It may only be a few months until launch, but Death Stranding remains shrouded in mystery. This first independent project from gaming auteur Hideo Kojima has been an enigma ever since it was first announced. When the world first saw Norman Reedus standing on a foggy shoreline with a weeping fetus in his arms, many questions naturally arose. Why is a celebrity actor cradling an unborn child on a beach? What kind of gameplay could we expect from this? And what does “Death Stranding” even mean, anyway?
Years may have passed since that initial reveal, but in my view at least, these questions still haven’t been fully answered. I simply do not understand Death Stranding. It’s confounded me like few games before it have – and yet, that may be the very best thing about it. There’s something enticing about that mystery. Death Stranding could create an experience unlike any game before it, and while I can’t claim to understand it, I’m certainly excited for it.
Between trailers, interviews, and a fairly hefty amount of gameplay footage, there’s been an increasingly constant stream of information about Death Stranding for over a year now. This is especially true at Gamescom 2019, where the game has had an extensive presence with two full trailers and a live gameplay demonstration. For most games, this extensive amount of coverage should eliminate all the biggest questions, presenting a relatively clear idea of what the final product should be. But consider the content of Death Stranding’s most recent trailers: one consists entirely of an exposition dump about the power and proper maintenance of jarred fetuses, while another opens with Norman Reedus urinating in a field to create a giant mushroom before dropping off a package for Geoff Keighley. Previous trailers show ruined cities overflowing with tar, gold-masked lion monsters, and levitating shadow creatures. If you can make heads or tails of all that, then you’re certainly cleverer than I.
With every new piece of information, I find it more difficult to wrap my head around the game. Even with the few concrete details known about it, Death Stranding continues to defy simple categorization. Although it features stealth elements, it certainly doesn’t seem like another Metal Gear; while it will have a massive open world, it doesn’t look like it will follow in the footsteps of signature modern open worlds like Horizon Zero Dawn or Breath of the Wild; and though it tells a story about reconnecting the broken cities of a post-apocalyptic United States, its mixture of stealth, politics, and the supernatural make it distinct from most other narrative-focused games out there. Each trailer introduces another wrinkle to the perplexing web of Kojima’s latest vision.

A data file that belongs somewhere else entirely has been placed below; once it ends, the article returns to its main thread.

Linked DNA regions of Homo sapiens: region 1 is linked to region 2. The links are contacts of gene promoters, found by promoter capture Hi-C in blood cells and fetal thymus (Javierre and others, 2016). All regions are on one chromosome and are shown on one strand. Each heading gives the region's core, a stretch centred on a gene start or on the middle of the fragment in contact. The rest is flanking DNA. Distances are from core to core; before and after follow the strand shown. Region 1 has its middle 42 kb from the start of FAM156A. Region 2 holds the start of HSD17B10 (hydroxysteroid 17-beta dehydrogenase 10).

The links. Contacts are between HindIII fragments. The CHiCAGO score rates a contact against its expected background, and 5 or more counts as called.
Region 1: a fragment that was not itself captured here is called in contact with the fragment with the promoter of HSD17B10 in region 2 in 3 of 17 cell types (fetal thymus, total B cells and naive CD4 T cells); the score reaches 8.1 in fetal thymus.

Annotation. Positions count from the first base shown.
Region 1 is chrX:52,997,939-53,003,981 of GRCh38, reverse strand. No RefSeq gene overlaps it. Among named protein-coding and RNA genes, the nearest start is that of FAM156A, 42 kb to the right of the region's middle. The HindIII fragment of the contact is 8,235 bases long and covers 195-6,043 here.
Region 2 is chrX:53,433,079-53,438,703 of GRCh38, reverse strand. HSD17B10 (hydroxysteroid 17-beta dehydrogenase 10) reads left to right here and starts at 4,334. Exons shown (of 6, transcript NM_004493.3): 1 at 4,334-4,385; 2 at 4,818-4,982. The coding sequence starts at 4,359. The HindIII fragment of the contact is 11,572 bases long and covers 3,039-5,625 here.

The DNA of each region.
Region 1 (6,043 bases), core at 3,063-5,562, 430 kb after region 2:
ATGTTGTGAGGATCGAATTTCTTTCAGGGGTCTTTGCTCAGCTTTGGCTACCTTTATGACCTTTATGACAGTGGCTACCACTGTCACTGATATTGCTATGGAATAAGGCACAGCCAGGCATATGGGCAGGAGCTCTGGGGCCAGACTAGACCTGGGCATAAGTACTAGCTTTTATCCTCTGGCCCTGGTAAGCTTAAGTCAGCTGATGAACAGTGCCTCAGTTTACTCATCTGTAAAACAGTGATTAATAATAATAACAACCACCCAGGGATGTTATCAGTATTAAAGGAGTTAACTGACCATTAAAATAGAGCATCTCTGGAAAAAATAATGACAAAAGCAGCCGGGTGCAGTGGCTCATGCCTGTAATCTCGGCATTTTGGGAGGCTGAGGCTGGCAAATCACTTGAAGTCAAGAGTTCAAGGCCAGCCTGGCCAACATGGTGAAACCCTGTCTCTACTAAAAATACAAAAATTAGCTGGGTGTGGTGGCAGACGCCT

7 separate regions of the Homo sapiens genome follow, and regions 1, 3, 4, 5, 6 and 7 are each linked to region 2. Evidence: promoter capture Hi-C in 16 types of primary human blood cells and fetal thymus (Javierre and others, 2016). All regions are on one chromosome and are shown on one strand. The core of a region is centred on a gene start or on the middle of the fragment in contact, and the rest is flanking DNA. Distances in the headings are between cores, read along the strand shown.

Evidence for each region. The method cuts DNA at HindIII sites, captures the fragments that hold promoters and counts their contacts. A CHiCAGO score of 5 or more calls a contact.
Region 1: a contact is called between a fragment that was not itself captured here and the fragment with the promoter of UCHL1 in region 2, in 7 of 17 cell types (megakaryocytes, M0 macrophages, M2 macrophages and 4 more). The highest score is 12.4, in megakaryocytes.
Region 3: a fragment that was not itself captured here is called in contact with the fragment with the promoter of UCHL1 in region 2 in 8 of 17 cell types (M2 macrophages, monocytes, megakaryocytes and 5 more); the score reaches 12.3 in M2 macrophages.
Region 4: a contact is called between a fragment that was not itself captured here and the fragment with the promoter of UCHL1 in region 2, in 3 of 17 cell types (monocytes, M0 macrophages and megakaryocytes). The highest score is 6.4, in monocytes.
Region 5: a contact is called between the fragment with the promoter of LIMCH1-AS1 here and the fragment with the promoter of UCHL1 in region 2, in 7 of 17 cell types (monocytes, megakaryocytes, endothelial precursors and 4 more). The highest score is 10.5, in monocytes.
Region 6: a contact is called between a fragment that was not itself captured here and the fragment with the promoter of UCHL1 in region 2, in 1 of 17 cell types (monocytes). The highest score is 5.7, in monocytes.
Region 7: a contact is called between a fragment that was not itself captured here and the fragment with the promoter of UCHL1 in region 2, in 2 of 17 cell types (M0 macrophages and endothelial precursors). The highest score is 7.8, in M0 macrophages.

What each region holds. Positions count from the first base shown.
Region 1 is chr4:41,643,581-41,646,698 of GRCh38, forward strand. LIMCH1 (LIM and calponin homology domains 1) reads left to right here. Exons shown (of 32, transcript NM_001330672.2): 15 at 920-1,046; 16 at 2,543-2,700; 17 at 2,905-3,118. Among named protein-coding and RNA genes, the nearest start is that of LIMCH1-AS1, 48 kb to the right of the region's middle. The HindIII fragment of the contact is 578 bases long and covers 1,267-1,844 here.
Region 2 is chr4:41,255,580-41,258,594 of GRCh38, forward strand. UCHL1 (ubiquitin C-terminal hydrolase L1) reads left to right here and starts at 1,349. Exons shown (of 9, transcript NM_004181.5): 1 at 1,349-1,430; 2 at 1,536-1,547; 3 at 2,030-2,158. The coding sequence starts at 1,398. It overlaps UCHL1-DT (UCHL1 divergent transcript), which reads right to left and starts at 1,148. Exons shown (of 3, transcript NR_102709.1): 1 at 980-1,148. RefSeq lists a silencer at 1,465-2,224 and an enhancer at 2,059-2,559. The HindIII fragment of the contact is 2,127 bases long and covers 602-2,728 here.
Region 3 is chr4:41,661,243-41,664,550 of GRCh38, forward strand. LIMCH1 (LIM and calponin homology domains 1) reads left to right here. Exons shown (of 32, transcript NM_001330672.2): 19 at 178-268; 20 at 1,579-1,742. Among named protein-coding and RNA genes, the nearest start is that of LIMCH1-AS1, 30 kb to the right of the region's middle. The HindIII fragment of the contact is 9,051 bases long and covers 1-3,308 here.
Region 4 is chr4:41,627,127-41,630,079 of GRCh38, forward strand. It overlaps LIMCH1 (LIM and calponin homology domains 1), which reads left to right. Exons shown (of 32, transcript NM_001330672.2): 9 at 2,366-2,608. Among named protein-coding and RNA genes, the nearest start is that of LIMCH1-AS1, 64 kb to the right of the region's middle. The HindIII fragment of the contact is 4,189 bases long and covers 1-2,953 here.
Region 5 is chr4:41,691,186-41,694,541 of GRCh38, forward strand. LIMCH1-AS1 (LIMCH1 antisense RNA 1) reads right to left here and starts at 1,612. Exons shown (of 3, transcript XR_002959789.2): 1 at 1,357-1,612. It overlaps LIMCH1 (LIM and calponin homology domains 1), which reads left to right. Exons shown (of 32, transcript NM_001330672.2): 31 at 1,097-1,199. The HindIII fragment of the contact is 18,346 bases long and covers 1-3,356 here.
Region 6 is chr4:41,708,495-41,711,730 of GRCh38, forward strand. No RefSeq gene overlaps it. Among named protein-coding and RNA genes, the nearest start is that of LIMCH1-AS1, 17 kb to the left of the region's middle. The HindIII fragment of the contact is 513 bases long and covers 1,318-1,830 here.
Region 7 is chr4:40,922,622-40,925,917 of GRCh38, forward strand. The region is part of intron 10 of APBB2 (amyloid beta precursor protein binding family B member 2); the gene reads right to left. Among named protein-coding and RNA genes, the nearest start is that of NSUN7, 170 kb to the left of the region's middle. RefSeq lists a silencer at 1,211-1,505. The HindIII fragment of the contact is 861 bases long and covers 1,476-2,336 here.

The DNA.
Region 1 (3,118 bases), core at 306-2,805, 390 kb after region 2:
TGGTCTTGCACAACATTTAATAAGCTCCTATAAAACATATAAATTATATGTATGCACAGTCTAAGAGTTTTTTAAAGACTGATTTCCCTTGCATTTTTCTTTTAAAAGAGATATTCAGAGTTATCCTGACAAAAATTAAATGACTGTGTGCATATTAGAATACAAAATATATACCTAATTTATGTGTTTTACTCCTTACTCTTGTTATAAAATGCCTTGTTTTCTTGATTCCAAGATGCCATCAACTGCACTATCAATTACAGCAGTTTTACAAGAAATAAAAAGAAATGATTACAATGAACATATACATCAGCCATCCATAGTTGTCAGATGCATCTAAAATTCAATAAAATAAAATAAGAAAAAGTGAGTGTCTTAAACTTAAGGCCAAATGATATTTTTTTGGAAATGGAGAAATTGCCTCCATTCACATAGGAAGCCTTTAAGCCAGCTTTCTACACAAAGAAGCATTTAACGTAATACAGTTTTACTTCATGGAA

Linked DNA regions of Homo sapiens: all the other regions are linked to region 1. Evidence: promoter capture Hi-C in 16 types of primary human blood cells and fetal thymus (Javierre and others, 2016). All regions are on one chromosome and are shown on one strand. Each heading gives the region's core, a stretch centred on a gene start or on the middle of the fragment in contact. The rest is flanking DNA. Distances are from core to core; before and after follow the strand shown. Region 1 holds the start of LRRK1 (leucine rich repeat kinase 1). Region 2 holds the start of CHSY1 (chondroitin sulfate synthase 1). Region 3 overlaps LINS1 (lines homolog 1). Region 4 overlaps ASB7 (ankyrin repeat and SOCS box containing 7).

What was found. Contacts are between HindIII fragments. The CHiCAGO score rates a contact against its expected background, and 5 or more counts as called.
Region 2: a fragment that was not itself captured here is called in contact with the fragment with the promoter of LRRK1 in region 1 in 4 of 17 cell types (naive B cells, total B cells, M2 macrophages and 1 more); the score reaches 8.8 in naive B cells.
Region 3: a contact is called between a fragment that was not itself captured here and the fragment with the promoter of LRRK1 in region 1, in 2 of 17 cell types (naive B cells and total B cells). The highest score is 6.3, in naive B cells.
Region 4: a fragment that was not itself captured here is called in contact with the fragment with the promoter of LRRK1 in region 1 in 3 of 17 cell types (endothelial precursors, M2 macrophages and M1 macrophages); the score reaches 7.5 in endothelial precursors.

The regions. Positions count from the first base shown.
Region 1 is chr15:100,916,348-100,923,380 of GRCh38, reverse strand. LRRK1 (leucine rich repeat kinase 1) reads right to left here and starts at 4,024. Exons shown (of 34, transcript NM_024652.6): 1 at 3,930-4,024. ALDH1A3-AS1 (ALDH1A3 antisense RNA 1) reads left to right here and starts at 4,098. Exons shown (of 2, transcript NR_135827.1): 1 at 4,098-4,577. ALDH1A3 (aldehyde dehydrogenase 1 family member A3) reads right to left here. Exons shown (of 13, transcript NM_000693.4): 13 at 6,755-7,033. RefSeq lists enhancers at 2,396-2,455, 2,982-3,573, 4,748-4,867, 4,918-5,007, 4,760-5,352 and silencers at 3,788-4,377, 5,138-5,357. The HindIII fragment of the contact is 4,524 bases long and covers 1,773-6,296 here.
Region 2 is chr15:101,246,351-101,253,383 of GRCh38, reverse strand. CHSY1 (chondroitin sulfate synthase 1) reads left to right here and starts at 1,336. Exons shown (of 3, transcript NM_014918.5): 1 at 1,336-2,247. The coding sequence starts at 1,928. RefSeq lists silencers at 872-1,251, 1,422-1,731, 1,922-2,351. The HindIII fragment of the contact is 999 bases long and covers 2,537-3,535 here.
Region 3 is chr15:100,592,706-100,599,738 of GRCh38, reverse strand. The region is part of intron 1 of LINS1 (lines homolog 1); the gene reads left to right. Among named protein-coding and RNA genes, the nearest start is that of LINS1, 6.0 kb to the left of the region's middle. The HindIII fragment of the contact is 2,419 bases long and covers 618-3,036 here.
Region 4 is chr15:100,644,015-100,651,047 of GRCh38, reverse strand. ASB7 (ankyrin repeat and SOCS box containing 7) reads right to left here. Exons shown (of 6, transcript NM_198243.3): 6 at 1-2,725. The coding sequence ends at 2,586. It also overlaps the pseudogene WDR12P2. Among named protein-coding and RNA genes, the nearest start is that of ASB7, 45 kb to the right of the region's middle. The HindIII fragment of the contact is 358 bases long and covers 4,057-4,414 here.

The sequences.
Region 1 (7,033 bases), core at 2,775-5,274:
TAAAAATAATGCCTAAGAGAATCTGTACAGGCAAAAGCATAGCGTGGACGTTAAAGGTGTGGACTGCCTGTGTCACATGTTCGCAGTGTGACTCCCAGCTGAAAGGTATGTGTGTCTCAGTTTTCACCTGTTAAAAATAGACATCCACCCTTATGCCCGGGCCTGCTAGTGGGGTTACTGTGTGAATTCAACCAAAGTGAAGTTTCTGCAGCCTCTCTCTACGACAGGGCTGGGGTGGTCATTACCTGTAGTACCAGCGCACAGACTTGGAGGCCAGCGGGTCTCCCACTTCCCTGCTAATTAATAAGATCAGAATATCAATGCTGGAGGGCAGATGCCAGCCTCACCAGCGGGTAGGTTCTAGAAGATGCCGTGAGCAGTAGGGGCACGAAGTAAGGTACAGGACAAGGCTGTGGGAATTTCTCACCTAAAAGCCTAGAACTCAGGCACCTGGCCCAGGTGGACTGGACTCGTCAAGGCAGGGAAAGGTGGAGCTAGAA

It is this very ambiguity that makes Death Stranding so enticing. With most games, it’s easy to understand them based on a quick glance at their trailer alone. This will reveal their genre, their personality, any unique gimmicks – all the usual culprits. But with Death Stranding, the more we learn about it, the more the mystery grows. At this point, it’s even difficult to pin the game into a single genre. Only the most ambitious games manage to create genres of their own, but from what we’ve seen so far, Death Stranding looks like it could be one of them. It could simply be little more than excellent marketing, but knowing that Kojima’s unbridled imagination is behind it, my hopes are high.
It would make sense for Death Stranding to be so inventive given the circumstances behind its creation. For years, Kojima’s corporate overlords at Konami had stifled his creativity as they moved the company’s focus away from Kojima’s traditional titles like Metal Gear and Silent Hill towards more immediately lucrative pursuits such as mobile platforms and pachinko machines. Now that Kojima has freed himself from those restrictions and formed an independent studio of his own, his vision can run more freely than ever before. It’s to be expected that, finally presented with the opportunity to fully express his vision, he’d do so by creating something truly daring, something never seen before.
Of course, as attractive as the intrigue around Death Stranding may be, it doesn’t change that it’s difficult to really judge a game without knowing much about it at all. With so many important details remaining unspecified, there’s no telling whether Death Stranding will actually achieve its clear ambitions. If I were to view things pessimistically, I’d posit that the game’s ambiguity could be nothing more than an elaborate marketing scheme meant to mask the lackluster game beneath it. While I’m certainly much more optimistic about the game than that, I can’t deny the very real possibility that it could be the case.
But at the end of the day, I simply cannot resist the romantic allure of a game so surrounded by mystery. The core of Death Stranding may be wrapped in an inscrutable fog, but Kojima uses this layer of secrecy to invite players to experience a game that is truly new, an all-too-rare commodity in games today. Kojima hasn’t been free to express his vision so fully for years now, but at long last he has his chance. I cannot comprehend Death Stranding, and that’s exactly why I’m so excited for it.